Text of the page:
- The infringement offence scheme mitigates the risk of Māori men and women receiving criminal penalties for drug-impaired driving. Police are currently undertaking a programme of work to manage the potential for unconscious bias in police practices.
How does the Bill interface with the Cannabis Referendum?
- The proposed drug driving regime is based on detecting and deterring the use of impairing substances in drivers, regardless of whether or not the substance that they have consumed is illegal.
- If cannabis were legalised following the referendum, the proposed drug driving regime would continue to test for cannabis through oral fluid testing at the roadside, just as it would for other legal impairing substances.
Did you consult on this?
- Public consultation occurred between May-June 2019. The purpose of the consultation was to get public feedback about possible approaches to improving our drug driving system, including the methods that could be used to screen and test for drugs, the circumstances in which a driver should be tested, what drugs should be tested for and how police should deal with drug driving offences.
- We received 88 submissions in response to the discussion document and many noted that the issues were complex.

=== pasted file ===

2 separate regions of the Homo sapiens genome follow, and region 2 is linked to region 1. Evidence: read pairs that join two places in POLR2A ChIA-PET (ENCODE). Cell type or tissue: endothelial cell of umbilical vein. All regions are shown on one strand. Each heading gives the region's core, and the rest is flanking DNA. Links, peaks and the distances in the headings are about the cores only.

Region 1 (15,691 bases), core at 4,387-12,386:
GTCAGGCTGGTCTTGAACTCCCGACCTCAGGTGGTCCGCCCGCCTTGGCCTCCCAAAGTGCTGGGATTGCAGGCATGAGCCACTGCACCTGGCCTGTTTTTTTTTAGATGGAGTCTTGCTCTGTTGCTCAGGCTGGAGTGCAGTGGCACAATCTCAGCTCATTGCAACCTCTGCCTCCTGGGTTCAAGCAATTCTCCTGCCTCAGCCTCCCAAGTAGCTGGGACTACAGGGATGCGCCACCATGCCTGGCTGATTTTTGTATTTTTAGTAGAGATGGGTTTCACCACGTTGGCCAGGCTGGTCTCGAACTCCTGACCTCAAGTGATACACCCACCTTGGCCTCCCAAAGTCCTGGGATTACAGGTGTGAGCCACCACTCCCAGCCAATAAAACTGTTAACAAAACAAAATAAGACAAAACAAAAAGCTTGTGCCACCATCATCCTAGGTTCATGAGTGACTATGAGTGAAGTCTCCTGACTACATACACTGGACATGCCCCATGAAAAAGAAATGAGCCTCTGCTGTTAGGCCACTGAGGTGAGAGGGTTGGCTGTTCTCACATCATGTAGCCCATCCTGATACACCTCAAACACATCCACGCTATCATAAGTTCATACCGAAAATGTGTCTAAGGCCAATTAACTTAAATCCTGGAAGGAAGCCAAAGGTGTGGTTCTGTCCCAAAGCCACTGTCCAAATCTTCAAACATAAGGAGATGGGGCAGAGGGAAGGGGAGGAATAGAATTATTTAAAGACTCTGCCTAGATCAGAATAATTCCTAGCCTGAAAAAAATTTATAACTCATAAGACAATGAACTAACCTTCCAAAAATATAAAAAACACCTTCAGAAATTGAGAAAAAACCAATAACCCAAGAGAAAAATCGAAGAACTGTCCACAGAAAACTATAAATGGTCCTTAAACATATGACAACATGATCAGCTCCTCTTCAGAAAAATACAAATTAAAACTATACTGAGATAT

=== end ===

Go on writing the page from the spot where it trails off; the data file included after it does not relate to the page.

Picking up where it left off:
- Although views on some aspects differed, most submitters favoured a zero-tolerance, presence-based approach to roadside drug testing, although there were concerns about the accuracy of oral fluid testing devices and Māori being disproportionately impacted by drug driving enforcement measures. The majority of submitters supported taking a second oral fluid test if someone failed the first test, followed by taking a blood sample for evidential purposes. However, there was mixed support for random drug testing of drivers. The summary of submissions report can be found on our Drug Driving page
What happens next? Can I have a say?
- If the Bill passes First Reading, it will be referred to Select Committee.
- The Committee usually has at least six months to examine the bill and prepare a report for the House.
- Select Committees invite public submissions on a bill, and then hold public hearings to listen to some of those who made submissions. After hearing submissions they work through the issues raised, and decide what changes, if any, should be made to the Bill.